"A debt collection letter on an attorney's letterhead conveys authority and credibility." Crossley v. Lieberman, 868 F. 2d 566, 570 (3d Cir. 1989). The clear implication of any attorney letter is a threat of suit.

Edited by Linda7
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This sounds like it is not the initial letter, but please tell me it is.

If is not the first letter, no violation. However, it can turn into a violation if they never sue you and then get rid of the account.

They have implied a lawsuit but let a little opening with "if necessary" They can always say they found it not to be necessary. However, the court would look at it from the prespective of the least sophisicated consumer.

In other words, if they don't sue you, sue them for not suing you. I settled with an agency once because they did not sue me when the threatned to sue me. Now that was a hoot. I'm suing you because you would not sue me. :)

I would say it is a violation if A) it is the first letter (we know it's not) or B) it is within 30 days or less of the first letter or C) No attorney actually reviewed the account prior to sending the letter. It's not signed, so C is a strong possibility here. The implication here that an attorney has reviewed the account and is poised to sue is a strong one.

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Yes on the heading,

No on the disclaimer,

It is the 2nd letter dated 2 wks after the first one,

The first letter did include this "We have not, nor will we, review the details of your account status, unless you so request in writing."

I responded to the first letter with a DV letter disputing and electing arbitration.

I would be more curious about this letter. The lawyer must determine what rights the parties have and whether applicable statutory or other legal requirements have been met. The lawyer must have authority as well as responsibility to determine the legal steps to be taken and to negotiate in behalf of the client. None of these factors can exist if all the lawyer does is lend the lawyer's name and letterhead to the client's use. (Iowa ethics opinion 91-24, Nov. 14, 1991.)

That first letter came from the law firm, but no one signed it and they admitted they didn't review it and wouldn't review it unless you asked them to. :rolleyes:

Similarly, Texas Ethics Opinion 484 states: When an attorney signs a debtor letter or authorizes someone under his or her direct supervision to sign such a letter, such action manifests that the attorney has exercised professional judgement that the particular letter is appropriate for the particular debtor and for a debtor's particular account. The rules require that an attorney should review the debtor's file and determine that the letter to be sent is appropriate for this particular debtor. A lawyer must exercise care and independent judgement to make sure that each debtor's letter is accurate and appropriate as to the account of the debtor.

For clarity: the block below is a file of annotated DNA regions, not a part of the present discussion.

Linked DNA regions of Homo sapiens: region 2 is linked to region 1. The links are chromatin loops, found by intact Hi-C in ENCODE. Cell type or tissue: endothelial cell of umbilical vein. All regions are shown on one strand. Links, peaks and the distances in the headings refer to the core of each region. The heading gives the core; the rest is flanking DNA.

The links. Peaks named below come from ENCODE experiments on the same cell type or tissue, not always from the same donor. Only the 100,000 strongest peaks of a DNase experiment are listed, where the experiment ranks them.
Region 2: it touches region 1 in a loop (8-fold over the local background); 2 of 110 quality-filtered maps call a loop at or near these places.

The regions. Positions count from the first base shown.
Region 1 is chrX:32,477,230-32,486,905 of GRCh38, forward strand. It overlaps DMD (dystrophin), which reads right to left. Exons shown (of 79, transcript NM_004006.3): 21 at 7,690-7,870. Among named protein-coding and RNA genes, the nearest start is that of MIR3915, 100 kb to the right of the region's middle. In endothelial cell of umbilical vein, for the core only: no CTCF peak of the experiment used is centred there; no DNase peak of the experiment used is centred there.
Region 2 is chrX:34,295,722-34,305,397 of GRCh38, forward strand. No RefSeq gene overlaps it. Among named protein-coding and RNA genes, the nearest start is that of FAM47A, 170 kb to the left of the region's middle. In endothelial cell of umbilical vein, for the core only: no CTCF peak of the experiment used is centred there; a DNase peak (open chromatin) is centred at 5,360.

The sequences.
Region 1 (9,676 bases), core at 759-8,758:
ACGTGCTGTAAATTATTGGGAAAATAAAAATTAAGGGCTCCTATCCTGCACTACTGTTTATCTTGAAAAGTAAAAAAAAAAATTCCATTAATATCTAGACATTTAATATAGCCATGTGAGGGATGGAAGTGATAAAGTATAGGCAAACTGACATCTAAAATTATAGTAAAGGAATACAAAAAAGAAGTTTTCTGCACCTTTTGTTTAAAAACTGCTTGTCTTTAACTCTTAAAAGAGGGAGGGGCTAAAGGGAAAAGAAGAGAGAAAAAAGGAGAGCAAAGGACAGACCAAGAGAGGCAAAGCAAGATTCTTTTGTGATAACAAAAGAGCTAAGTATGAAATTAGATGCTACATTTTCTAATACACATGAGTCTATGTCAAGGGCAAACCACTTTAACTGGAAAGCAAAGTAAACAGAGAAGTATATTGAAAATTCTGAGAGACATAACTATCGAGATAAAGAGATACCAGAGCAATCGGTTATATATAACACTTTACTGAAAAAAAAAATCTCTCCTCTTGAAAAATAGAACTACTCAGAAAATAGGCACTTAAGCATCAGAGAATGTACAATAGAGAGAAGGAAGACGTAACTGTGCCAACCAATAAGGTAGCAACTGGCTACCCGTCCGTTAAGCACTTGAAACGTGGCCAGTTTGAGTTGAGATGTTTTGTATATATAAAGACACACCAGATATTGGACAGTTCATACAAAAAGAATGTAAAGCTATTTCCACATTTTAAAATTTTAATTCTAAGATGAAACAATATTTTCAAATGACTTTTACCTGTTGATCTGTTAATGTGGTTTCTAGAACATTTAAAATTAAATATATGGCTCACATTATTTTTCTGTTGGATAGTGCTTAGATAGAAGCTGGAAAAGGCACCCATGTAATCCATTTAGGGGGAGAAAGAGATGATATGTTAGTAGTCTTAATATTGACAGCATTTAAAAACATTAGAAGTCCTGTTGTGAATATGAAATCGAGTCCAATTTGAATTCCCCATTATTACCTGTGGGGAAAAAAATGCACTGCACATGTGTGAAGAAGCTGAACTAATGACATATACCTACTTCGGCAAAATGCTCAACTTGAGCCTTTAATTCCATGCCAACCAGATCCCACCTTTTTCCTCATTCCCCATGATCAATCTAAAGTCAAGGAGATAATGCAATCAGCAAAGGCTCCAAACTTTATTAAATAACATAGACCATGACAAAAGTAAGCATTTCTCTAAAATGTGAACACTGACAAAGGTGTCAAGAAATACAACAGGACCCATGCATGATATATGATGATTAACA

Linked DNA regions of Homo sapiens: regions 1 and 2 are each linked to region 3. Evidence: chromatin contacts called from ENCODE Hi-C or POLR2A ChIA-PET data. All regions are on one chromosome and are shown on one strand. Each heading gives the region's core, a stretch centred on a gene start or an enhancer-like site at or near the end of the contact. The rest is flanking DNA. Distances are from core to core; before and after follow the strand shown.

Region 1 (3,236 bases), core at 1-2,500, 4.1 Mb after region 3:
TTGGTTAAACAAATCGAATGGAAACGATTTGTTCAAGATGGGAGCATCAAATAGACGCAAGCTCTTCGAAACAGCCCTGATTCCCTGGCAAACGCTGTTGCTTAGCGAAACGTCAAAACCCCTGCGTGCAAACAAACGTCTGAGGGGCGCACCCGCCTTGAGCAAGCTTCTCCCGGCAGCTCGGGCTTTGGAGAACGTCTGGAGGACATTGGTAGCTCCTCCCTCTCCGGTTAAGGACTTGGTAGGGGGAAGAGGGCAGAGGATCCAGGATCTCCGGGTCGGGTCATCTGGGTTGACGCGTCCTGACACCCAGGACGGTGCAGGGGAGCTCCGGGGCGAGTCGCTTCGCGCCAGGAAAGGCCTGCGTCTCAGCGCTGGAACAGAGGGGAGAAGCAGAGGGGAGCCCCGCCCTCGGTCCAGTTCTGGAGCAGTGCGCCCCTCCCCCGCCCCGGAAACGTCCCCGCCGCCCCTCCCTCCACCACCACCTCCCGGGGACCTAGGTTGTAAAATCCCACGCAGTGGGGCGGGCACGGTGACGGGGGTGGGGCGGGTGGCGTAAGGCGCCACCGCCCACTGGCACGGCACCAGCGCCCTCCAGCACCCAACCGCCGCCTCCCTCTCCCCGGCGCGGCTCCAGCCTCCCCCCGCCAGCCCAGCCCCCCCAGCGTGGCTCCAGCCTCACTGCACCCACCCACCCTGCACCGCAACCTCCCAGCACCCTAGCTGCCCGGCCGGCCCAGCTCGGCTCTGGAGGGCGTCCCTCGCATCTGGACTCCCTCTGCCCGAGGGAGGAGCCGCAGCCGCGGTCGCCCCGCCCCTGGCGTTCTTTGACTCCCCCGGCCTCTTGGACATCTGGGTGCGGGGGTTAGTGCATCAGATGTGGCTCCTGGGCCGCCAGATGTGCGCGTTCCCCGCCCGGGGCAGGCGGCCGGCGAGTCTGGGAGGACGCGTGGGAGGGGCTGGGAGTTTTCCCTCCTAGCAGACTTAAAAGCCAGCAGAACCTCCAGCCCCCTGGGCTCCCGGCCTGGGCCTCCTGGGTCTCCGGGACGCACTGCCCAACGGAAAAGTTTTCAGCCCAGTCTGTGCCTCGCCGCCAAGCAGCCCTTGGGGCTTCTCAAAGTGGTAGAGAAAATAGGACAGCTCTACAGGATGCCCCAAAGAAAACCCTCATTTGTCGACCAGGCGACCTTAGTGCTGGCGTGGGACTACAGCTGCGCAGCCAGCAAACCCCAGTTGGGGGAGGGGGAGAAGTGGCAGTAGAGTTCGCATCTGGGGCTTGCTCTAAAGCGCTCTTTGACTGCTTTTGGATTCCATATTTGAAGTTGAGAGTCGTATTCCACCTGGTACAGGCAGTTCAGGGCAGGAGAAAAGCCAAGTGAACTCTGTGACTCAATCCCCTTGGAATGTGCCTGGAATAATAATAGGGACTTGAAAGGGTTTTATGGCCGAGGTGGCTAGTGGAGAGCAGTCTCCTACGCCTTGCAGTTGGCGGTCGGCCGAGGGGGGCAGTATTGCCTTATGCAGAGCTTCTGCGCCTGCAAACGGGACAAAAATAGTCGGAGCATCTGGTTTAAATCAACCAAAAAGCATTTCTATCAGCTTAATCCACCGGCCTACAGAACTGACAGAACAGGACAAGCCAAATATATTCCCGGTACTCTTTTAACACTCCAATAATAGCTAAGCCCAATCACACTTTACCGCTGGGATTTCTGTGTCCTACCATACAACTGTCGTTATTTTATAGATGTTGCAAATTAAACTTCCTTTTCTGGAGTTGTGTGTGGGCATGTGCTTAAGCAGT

Even though there was no signature, the letter came from a law firm and that is enough to put "extra concern" on you. And how could they possibly have come to the determination that they may file a law suit against you in regard to this debt, when they openly admitted they had not reviewed the account? I would consider that a violation.

Edited by Linda7
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I would be more curious about this letter. The lawyer must determine what rights the parties have and whether applicable statutory or other legal requirements have been met. The lawyer must have authority as well as responsibility to determine the legal steps to be taken and to negotiate in behalf of the client. None of these factors can exist if all the lawyer does is lend the lawyer's name and letterhead to the client's use. (Iowa ethics opinion 91-24, Nov. 14, 1991.)

That first letter came from the law firm, but no one signed it and they admitted they didn't review it and wouldn't review it unless you asked them to. :rolleyes:

Similarly, Texas Ethics Opinion 484 states: When an attorney signs a debtor letter or authorizes someone under his or her direct supervision to sign such a letter, such action manifests that the attorney has exercised professional judgement that the particular letter is appropriate for the particular debtor and for a debtor's particular account. The rules require that an attorney should review the debtor's file and determine that the letter to be sent is appropriate for this particular debtor. A lawyer must exercise care and independent judgement to make sure that each debtor's letter is accurate and appropriate as to the account of the debtor.